Abdullah Khan, of Ghazni Province, 67 years old, was arrested from Afshar by Commander Aziz
Banjar, a Sayyaf commander. The rest of the family had fled to Taimani during the main military operation. Abdullah Khan had stayed on in Afshar to guard the household goods. However, all
household goods were stolen during the operation and the house was destroyed. The family has
have been unable to trace Abdullah Khan and so he remains missing.
Witness Sh. told the Afghanistan Justice Project that when Ittihad-i forces entered her house,
they beat to death her father inside the compound. They then stole all household belongings.
civilians to drive the civilian population from the area. The Afghanistan Justice Project
interviewed many witnesses who described incidents of rape by Ittihad-i forces during the Afshar operation.
soldiers shot her son. She stated: “While I was still bleeding they raped me.” She stated that
three soldiers held her down while the fourth raped her in the basement of her own house.
Several other women had also taken shelter in M.’s house: a neighbor, Z., and her two
daughters, and another woman, R. The Ittihad-i troops raped Z.’s two daughters, ages 14 and
16, and the woman, R. The soldiers took them by turn down to the basement to carry out the
rape. One of Z.’s daughters was injured by a bayonet when she attempted to resist.
Another witness, S., stated that armed men had burst into her house at Afshar-Silo on the
second day of the Afshar operation. They beat and raped her and her sister in their house and
looted the contents.
Witness Sh. stated that after capturing Afshar, Ittihad-i Islami troops forcibly entered her house at 7:00 a.m. They raped four girls in their residential compound, including Sh. her sister, age 14
years, and two others.
There were many other reports of rape; the numbers of women raped is not known.
Residents of Afshar did not return until after 2001. As of mid-2005, the area remains largely
flattened, although some former residents have returned to the ruins of their former homes.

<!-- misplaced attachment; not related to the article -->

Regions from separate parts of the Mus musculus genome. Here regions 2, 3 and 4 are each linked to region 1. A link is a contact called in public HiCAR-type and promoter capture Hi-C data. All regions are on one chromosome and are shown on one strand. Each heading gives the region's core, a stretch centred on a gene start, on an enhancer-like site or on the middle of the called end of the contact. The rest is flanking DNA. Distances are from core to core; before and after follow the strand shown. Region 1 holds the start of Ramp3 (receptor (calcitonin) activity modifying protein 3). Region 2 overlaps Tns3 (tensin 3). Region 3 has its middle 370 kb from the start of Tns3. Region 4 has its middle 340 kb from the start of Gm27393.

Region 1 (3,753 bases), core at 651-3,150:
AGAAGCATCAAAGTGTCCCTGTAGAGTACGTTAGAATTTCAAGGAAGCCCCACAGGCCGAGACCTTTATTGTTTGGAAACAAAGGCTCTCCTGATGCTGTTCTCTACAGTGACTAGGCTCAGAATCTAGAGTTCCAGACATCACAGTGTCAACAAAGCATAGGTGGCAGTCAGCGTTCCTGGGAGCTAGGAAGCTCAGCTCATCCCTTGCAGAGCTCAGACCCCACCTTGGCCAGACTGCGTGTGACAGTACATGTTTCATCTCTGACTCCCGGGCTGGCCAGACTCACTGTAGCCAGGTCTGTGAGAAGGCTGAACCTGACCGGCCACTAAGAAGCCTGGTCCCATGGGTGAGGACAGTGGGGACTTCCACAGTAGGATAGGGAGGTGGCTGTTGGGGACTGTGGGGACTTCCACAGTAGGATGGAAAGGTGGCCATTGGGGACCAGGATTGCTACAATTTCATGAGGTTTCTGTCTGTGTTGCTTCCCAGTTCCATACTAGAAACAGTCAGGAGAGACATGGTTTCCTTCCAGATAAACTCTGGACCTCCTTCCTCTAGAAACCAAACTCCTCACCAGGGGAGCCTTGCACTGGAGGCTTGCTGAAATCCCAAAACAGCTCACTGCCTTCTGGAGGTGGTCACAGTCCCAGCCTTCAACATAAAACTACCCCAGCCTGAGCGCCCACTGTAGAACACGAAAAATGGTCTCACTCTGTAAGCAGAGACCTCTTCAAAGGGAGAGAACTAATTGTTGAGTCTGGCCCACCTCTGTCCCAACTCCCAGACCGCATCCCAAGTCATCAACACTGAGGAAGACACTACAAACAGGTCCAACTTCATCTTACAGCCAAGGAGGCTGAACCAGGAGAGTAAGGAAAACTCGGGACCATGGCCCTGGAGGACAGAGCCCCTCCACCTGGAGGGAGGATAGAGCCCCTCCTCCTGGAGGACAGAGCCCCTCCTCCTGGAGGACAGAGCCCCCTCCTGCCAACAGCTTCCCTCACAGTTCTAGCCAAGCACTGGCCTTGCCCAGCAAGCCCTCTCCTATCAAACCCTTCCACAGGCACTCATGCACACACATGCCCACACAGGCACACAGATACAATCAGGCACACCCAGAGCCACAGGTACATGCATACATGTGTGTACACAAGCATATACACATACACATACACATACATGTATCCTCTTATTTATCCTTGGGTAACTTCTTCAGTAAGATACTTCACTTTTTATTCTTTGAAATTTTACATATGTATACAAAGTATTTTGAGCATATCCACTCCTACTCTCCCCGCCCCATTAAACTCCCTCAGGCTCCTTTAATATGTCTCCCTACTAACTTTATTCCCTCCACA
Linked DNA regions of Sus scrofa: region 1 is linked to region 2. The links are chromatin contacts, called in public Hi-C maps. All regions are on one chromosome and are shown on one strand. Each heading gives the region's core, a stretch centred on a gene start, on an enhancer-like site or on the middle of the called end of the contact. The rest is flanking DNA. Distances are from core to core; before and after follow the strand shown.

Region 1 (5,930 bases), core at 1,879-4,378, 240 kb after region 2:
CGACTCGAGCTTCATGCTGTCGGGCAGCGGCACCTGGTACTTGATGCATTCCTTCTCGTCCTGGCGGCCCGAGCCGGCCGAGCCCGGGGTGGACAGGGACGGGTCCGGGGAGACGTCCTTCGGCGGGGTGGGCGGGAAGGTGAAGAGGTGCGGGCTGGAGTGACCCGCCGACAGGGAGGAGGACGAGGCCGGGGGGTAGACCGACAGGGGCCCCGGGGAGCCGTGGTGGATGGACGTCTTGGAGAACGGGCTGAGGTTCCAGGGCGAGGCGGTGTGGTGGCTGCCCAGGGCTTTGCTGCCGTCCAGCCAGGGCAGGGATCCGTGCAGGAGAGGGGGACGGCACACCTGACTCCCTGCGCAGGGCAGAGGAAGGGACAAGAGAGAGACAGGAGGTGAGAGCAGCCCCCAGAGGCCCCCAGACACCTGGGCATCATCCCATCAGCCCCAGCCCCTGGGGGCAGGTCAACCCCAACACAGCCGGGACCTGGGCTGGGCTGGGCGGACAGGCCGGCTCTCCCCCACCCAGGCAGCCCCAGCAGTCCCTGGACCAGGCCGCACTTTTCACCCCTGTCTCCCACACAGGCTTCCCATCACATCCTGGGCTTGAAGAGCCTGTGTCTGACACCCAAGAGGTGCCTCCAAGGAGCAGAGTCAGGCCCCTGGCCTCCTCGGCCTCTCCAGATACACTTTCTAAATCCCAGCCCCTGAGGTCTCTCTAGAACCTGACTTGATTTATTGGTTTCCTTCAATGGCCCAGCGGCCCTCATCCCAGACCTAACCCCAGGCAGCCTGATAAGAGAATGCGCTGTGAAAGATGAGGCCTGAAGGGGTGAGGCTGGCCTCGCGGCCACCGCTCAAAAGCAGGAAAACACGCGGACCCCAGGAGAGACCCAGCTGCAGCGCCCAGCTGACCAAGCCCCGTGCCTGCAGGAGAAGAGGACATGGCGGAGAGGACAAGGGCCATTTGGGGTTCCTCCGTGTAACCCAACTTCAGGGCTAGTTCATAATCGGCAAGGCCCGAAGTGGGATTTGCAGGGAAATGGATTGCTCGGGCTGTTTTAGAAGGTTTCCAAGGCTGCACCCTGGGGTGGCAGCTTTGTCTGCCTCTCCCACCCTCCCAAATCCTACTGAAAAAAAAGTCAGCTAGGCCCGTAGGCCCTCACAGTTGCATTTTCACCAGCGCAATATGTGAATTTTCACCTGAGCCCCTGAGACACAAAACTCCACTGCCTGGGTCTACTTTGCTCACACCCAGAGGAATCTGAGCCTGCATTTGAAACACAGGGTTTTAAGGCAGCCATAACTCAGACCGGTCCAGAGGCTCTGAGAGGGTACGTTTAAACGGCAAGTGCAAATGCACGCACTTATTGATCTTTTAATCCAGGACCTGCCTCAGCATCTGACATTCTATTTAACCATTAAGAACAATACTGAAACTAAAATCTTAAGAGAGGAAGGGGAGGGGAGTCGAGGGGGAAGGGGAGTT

By Simin Fahandejsadi
A journalism student was sentenced to 20 years in an Afghani prison. He is charged with downloading and distributing an article he found online that criticized the rights of women in Islam.
Yaqub Ibrahimi vividly remembers the day his brother, Sayed Parwez Kambakhsh was arrested. It was around ten in the morning on October 27, 2007. Four guards from Afghanistan’s national security service came to their small apartment, arrested Parwez and left.
“They carelessly messed up my room and took my documents and papers with them,” Yaqub told King’s Journalism Review over the phone from Afghanistan. “That’s when the whole story began.”
The security officers took Parwez to the Mazar-i-Sharif Prison and after a four-minute trial, sentenced him to death on January 22, 2008. Parwez was actually luckier than most convicted of “blasphemy” in Afghanistan. He is still alive. An appeal court recently overturned the death sentence but ordered Parwez to spend the next 20 years in prison.
Immediately after the sentence was imposed, press and human rights organizations around the world rose up to defend him. The cause soon became not only a fight to save a journalist’s life, but a battle to salvage the country’s fragile democracy.
“This case has become so symbolic, so political,” Katherine Borlongan, executive director of the Canadian section of Reporters without Borders said.”We’re talking about a death penalty…If we lose this case, what is that going to mean to all of the other young Afghans who dream about freedom?”
Organizations and individuals around the world have circulated petitions, written letters to the Afghan government, sent out press releases and urged governments to stand up for Parwez.
In an open letter dated 11 June 2008 to President Hamid Karzai, Reporters Without Borders wrote, “You must be aware, Mr. President, of the case of the young journalist, Sayed Parwez Kambakhsh, which has shocked the entire world. Reporters Without Borders urges you….to give a clear undertaking that your government will protect press freedom, which is currently under so much threat in your country.”
Who is Parwez?
Before being imprisoned, Parwez was a third-year journalism student at Balkh University in Mazar-i-Sharif in the northern province of Balkh. He was also editor-in-chief at Jahan-e Naw Daily, a publication in his province, and wrote for his school paper.
The 23 year old student loved to read and write. According to Yaqub, Parwez had qualities rare in Afghanistan. He was open to ideas different from his own and was an advocate of human rights. “He was always reading. Sometimes I would see him awake at two or three in the morning reading when he had to go to class at 7:00 am the next day.
Yaqub, himself a reporter in Afghanistan, works for the Institute for War and Peace Reporting, an organization that trains Afghan journalists. His articles are often critical of the warlords and the religious fundamentalists in Afghanistan. He believes his work was one of the reasons for Parwez’s imprisonment, that authorities wanted to show journalists the consequences of not just blasphemy but of criticizing the government.
“By imprisoning Kambakhsh they wanted to silence me,” He said. “But if we want to be true journalists and reporters in a country like Afghanistan we have to be prepared to face these consequences. We know what can happen to us before we commit to our job.”